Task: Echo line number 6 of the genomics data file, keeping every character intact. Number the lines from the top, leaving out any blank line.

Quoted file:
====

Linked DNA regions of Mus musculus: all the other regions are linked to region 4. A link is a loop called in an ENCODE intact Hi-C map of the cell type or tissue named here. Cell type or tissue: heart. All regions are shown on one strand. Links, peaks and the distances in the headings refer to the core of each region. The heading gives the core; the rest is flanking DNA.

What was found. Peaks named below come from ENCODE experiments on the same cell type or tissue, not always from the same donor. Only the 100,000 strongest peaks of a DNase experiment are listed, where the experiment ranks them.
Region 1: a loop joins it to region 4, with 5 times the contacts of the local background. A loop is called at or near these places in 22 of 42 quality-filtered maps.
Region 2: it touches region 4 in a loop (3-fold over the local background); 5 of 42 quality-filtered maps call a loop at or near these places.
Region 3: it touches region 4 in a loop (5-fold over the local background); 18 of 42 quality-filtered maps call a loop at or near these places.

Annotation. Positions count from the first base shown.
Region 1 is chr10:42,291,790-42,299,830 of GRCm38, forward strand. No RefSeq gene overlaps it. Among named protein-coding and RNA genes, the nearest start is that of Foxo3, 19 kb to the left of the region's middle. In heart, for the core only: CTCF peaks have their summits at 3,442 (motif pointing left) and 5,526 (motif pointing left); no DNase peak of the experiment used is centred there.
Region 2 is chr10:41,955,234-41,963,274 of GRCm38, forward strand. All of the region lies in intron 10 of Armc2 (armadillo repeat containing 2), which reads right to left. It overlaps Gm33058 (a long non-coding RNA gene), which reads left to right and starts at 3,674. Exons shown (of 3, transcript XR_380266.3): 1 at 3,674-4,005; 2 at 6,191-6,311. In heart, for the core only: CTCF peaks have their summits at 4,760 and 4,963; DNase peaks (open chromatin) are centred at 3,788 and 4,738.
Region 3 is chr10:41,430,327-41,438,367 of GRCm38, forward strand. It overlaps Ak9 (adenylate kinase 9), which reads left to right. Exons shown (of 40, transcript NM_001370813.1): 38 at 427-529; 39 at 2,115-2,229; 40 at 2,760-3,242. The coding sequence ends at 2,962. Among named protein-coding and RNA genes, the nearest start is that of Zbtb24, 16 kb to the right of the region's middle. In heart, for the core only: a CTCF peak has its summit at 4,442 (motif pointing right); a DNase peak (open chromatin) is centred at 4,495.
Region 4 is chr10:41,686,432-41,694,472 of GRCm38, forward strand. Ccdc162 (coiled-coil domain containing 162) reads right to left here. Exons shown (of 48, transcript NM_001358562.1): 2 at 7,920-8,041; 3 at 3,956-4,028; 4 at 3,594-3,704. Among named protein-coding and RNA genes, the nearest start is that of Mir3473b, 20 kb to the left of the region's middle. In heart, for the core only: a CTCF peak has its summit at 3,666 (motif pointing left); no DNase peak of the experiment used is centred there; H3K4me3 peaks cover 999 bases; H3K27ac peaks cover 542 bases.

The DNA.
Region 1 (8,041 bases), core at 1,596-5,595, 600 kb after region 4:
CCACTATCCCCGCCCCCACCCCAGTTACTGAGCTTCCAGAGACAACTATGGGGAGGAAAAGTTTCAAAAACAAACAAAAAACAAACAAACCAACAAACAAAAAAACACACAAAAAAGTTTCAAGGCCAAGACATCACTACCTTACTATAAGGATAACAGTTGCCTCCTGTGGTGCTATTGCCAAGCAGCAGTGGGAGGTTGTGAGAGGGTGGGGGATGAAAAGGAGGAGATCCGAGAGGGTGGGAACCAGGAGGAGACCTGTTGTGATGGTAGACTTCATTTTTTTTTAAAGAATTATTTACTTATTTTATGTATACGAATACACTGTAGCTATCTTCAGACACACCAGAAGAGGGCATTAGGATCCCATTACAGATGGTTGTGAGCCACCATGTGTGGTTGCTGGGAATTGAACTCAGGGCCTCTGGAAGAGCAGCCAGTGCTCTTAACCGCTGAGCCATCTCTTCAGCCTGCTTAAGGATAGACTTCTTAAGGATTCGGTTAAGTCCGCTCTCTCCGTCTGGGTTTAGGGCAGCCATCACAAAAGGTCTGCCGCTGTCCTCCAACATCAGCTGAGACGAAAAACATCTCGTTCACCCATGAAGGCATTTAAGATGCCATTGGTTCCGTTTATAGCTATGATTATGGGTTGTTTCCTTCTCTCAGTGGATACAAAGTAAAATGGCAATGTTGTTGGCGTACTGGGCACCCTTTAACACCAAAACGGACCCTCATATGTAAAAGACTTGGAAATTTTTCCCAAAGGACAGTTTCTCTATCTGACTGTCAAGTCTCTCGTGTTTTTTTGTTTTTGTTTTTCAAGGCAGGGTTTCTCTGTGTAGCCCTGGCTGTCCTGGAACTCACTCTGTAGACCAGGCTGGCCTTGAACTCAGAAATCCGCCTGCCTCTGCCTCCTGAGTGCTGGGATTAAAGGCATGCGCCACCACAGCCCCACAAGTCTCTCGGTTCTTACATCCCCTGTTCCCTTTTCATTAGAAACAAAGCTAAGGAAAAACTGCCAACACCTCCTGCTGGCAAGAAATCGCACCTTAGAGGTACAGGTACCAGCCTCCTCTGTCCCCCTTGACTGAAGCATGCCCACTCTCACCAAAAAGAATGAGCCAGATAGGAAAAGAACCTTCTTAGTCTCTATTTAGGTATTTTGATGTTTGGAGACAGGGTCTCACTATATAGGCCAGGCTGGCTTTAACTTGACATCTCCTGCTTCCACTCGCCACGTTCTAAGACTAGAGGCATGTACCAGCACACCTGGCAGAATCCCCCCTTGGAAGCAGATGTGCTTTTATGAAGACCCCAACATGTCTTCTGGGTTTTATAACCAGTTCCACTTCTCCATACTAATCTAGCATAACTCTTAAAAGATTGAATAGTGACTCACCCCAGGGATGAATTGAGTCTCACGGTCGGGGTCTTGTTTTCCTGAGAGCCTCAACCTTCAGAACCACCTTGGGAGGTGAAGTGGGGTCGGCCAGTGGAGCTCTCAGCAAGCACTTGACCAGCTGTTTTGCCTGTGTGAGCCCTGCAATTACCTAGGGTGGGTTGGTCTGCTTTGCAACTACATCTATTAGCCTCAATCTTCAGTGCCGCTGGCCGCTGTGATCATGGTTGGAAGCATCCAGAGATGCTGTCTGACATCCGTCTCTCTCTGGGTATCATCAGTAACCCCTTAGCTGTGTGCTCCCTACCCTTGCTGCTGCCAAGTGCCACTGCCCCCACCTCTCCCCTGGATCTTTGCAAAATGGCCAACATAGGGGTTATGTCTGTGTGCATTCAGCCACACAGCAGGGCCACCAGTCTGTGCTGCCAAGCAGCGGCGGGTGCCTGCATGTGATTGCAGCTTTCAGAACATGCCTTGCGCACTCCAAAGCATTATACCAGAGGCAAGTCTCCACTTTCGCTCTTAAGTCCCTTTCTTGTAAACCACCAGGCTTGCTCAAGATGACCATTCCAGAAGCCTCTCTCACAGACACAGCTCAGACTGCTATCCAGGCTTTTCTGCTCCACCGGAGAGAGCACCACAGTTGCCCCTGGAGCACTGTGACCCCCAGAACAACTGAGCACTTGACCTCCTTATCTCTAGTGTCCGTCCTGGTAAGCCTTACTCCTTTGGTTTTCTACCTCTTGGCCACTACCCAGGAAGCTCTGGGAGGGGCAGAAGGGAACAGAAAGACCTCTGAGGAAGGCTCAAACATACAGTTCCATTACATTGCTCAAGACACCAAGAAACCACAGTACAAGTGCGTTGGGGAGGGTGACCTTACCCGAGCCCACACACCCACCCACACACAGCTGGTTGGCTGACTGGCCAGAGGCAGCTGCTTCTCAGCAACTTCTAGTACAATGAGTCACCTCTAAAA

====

Annotation. Positions count from the first base shown.